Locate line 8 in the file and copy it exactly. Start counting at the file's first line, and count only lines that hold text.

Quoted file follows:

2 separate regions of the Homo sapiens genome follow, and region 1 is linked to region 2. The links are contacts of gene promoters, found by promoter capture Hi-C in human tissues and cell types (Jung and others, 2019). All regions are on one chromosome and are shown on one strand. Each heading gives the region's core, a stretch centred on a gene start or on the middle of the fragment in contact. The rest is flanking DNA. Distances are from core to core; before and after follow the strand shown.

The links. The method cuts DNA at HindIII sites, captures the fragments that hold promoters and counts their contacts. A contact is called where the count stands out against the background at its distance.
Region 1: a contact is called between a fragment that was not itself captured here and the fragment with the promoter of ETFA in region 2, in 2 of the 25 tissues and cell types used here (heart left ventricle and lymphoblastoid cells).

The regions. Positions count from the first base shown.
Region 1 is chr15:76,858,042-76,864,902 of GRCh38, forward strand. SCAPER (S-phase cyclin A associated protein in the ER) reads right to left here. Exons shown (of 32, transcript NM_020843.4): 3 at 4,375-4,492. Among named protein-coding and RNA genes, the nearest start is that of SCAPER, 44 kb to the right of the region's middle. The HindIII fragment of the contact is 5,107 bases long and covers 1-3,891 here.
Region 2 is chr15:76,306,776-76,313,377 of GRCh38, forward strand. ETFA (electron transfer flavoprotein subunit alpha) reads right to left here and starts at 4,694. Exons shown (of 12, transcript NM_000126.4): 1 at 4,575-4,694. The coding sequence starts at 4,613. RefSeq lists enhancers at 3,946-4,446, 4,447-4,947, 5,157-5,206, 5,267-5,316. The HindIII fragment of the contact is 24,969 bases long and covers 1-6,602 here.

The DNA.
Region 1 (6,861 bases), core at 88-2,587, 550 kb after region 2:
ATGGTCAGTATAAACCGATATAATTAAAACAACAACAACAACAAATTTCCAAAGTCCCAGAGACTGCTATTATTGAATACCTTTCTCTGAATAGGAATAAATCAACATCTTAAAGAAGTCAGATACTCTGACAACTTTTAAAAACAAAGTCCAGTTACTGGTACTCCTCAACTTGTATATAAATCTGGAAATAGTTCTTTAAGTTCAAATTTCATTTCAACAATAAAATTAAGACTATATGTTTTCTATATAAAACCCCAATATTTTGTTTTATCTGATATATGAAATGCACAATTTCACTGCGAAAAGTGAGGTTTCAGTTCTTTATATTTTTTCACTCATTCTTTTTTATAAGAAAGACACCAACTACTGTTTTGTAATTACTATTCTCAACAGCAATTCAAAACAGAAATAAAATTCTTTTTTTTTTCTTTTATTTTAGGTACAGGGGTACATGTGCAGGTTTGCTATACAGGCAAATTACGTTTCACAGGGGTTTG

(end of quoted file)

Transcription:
Region 1 (6,861 bases), core at 88-2,587, 550 kb after region 2: